Ad-fail: Lettuce get serious for a moment

Ad-fail: Lettuce get serious for a moment

Each week, Rick Polito examines a food/nutrition commercial for accuracy and idiocy. This week: Wendy’s joins the transparency conversation to let us know where the lettuce in their salads comes from, but it still looks pretty industrial once the tractor rolls off the screen.

Transparency may be the buzzword in natural, but the buzzword in fast food has always been “value.” That doesn’t mean transparency can’t be overlaid on value, but when the big fast food chains attempt that move, it’s the moment when we either roll our eyes or roll on the floor laughing.

And yet, transparency is exactly what we are supposed to accept in Wendy’s “Romaine Lettuce Journey,” a 1 minute and 22 second documentary detailing the complicated journey from field to plastic tub that makes your disappointing salad as disappointing as it is.

The scenes are pastoral. The hands that pluck the lettuce from the field are noticeably non-ethnic. It’s when the lettuce moves onto the series of conveyor belts that the “journey” stumbles into that factory-farm/assembly-line food system that we all know exists and yet don’t want to think about too much. Sure, it’s great that the lettuce makes it from the farm to the cooling center in six hours. We suppose we like that it’s chilled below 39 degrees the rest of the way. But did we have to know that there are 29 distribution centers? Did we have to see the forklifts? Did we have to think about those people slinging boxes of lettuce all day?

When the lettuce arrives at the store, lurching through a weird tunnel-vision point of view shot, we see the lettuce getting chopped and washed and we see the weird two-spout dressing squeeze bottle that makes a splurt noise. We didn’t know you could buy a two-spout dressing dispenser. We don’t know why they needed to show it to us twice, with the same splurt sound effect that we assume some audio crew spent most of day concocting with spurting fluids we don’t want to know about.

Then there is the chicken, sizzling on the grill and making us think about a transparency video we don’t want to see: “Wendy’s Meat Saw Massacre.”  As one YouTube viewer commented, “How about you make a video on where your meat and dairy is actually coming from? Oh that's right...because then you wouldn't have anyone in your nasty drive thru.”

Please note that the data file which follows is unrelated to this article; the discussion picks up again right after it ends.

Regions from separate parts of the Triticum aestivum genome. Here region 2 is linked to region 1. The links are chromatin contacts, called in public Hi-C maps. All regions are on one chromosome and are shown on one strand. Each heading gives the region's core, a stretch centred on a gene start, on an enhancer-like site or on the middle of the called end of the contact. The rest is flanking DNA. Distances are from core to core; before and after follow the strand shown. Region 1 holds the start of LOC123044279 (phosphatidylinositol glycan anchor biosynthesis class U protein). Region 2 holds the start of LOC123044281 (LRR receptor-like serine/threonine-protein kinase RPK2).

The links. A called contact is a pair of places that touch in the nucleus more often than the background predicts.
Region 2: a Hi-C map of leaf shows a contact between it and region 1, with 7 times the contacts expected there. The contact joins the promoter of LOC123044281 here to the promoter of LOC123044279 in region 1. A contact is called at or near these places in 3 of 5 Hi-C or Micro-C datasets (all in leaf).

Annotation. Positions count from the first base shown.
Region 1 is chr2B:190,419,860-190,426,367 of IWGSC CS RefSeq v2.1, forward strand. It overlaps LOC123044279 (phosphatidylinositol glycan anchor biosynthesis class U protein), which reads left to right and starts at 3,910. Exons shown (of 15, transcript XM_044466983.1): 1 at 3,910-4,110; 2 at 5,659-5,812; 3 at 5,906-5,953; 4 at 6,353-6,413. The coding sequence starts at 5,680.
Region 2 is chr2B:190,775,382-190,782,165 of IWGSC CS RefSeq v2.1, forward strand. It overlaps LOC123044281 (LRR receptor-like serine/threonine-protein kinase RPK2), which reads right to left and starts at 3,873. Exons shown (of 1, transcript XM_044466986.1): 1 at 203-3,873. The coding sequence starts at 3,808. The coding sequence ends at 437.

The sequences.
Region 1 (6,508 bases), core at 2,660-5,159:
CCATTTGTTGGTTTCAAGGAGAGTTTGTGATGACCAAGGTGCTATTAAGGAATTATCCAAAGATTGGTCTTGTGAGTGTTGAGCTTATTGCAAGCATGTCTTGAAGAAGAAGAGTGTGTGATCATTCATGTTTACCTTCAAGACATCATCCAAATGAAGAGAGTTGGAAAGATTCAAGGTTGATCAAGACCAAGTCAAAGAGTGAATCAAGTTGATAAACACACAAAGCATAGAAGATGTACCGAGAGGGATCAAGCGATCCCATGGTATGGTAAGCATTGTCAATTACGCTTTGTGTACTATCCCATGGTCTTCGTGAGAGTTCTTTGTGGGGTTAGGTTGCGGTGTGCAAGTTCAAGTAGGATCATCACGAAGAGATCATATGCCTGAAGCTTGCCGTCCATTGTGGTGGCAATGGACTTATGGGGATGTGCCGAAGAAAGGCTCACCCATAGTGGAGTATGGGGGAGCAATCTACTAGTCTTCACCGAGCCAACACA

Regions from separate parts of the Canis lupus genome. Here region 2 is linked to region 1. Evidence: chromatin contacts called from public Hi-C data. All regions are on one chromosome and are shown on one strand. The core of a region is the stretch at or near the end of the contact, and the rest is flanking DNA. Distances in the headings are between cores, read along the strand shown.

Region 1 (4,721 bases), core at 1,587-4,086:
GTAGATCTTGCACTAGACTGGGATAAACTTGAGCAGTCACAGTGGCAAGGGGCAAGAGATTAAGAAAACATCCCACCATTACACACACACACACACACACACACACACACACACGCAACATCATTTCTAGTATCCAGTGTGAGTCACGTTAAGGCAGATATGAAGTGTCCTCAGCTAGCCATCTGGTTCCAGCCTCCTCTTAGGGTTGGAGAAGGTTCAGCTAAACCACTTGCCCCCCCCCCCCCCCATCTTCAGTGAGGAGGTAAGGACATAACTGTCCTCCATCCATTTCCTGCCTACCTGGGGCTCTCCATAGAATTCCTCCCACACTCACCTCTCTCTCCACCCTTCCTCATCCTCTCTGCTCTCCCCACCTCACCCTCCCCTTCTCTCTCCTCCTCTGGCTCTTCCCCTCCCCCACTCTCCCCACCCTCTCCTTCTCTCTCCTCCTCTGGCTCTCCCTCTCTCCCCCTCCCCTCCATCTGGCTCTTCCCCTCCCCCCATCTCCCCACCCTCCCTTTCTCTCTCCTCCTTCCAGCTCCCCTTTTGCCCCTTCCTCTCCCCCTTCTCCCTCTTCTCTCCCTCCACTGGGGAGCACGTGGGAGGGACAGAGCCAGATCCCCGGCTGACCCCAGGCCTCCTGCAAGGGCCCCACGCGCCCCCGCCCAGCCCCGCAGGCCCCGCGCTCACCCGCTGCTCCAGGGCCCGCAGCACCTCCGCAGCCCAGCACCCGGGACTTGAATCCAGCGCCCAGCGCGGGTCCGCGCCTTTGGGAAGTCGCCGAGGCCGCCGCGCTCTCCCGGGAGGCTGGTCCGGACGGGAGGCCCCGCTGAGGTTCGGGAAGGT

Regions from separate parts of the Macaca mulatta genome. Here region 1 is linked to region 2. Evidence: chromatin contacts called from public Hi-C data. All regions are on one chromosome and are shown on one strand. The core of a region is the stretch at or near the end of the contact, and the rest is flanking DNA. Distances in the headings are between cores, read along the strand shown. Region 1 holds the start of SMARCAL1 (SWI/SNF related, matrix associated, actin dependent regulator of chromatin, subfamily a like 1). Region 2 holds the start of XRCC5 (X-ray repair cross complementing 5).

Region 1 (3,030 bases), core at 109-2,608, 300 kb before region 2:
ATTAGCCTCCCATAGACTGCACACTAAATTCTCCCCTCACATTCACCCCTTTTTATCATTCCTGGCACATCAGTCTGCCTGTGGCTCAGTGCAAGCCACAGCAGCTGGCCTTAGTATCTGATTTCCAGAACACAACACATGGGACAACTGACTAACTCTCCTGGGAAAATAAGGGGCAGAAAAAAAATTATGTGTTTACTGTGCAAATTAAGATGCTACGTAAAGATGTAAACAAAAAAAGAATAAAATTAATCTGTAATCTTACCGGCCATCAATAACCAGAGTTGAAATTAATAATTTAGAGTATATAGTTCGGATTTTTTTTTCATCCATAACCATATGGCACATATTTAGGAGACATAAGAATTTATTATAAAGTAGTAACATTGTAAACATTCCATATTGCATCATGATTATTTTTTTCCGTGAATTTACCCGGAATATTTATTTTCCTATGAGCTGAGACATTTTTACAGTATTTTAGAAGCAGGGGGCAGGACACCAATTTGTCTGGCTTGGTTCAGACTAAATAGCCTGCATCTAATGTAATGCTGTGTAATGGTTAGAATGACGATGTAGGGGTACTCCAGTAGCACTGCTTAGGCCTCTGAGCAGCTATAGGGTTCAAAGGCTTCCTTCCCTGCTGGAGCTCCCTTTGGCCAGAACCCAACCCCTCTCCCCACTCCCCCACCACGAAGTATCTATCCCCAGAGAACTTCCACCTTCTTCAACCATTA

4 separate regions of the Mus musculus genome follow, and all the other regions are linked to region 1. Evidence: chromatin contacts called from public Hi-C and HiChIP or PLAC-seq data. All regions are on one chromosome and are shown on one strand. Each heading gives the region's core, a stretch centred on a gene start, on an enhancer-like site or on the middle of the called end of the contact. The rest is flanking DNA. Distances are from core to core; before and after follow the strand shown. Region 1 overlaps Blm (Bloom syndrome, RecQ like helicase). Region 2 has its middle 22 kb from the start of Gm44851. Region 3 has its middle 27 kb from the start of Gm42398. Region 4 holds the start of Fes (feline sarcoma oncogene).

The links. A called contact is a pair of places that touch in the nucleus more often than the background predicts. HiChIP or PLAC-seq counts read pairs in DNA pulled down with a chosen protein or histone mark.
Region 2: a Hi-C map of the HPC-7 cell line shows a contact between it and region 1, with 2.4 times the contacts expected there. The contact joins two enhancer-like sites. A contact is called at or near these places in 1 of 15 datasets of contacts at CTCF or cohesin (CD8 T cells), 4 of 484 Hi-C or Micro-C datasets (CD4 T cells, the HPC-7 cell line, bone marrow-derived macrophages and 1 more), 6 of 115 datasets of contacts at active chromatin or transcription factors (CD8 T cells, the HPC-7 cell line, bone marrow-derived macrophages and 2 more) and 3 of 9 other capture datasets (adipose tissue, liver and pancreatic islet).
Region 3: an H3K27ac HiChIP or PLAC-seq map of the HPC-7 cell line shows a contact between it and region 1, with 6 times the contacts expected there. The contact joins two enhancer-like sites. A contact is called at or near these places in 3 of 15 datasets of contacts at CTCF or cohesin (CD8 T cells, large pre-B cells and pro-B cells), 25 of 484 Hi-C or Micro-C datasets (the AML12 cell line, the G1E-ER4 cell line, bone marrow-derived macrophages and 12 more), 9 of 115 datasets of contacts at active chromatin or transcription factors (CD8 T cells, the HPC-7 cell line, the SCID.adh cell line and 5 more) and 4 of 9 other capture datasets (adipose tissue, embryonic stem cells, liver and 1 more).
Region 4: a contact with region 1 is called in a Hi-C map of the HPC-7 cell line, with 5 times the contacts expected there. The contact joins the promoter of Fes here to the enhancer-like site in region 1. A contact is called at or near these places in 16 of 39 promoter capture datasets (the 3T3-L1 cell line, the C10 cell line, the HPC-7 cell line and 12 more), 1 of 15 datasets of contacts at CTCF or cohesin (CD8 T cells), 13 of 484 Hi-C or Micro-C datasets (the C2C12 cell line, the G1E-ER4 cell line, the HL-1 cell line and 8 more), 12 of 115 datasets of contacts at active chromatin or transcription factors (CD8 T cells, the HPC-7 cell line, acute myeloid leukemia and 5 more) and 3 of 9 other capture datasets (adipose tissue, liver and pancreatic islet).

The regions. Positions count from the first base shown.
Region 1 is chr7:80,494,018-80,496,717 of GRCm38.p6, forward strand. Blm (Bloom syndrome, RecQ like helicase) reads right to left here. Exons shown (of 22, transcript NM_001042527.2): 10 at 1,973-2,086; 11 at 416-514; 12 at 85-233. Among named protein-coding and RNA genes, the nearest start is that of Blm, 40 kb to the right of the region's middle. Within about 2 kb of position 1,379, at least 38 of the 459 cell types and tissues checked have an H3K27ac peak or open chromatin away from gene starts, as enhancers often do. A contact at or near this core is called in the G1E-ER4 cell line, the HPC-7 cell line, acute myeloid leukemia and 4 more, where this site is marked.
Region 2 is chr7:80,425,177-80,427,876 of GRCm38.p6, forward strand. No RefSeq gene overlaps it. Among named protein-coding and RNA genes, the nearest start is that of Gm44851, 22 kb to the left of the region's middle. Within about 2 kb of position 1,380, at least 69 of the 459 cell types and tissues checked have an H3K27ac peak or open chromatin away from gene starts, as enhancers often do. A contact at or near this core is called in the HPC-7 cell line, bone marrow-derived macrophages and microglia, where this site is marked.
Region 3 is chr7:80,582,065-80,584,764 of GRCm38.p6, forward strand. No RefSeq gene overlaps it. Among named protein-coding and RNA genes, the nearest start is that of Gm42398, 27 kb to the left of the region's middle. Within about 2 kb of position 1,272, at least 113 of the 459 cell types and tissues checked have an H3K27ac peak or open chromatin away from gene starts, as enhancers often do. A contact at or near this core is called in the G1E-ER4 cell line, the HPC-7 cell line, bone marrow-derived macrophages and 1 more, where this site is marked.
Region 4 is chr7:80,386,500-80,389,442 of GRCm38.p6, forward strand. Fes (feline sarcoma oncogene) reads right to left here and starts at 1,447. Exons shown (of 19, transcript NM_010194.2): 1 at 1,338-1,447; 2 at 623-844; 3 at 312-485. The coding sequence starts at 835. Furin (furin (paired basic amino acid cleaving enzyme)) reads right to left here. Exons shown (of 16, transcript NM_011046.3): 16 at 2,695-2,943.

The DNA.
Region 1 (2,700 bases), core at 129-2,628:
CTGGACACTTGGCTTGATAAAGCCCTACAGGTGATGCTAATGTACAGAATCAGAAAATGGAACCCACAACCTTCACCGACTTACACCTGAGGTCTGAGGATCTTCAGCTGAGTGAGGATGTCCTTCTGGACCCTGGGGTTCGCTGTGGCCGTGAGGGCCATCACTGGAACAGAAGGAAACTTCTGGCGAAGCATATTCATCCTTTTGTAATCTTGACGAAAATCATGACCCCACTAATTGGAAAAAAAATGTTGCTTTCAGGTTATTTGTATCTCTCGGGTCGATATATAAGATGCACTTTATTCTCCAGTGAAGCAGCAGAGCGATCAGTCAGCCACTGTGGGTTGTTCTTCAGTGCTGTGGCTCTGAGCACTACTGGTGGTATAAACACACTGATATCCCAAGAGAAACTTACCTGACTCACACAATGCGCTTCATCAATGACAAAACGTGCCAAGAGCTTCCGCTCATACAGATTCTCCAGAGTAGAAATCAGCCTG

Of course, all of this ends up in a plastic, because when we think nourishing meals and transparency, we think plastic tubs. But pay no mind. The slogan clears it all up: “It’s not what your salad goes into. It’s what goes into your salad.” That almost made sense the first time you read it. Didn’t it?

What makes the Wendy’s adorable documentary all the more interesting is that they are not the first fast food chain to take a trip with their lettuce. In 2011, McDonald's introduced us to Dirk Giannini in its Supplier Stories. We liked Dirk. He’s a fourth-generation farmer. He looks like a nice guy. They didn’t make him wear a yellow jumpsuit and a red fright wig, which is certainly a step up for the golden arched kingdom. So now fast food has become a part of the transparency conversation.

We’d be surprised if anybody in the drive-through window takes part in that conversation, but the YouTube epic had 1.2 million views in the first month.

Does that conversation include the words “organic?" Probably not.

Hide comments


  • Allowed HTML tags: <em> <strong> <blockquote> <br> <p>

Plain text

  • No HTML tags allowed.
  • Web page addresses and e-mail addresses turn into links automatically.
  • Lines and paragraphs break automatically.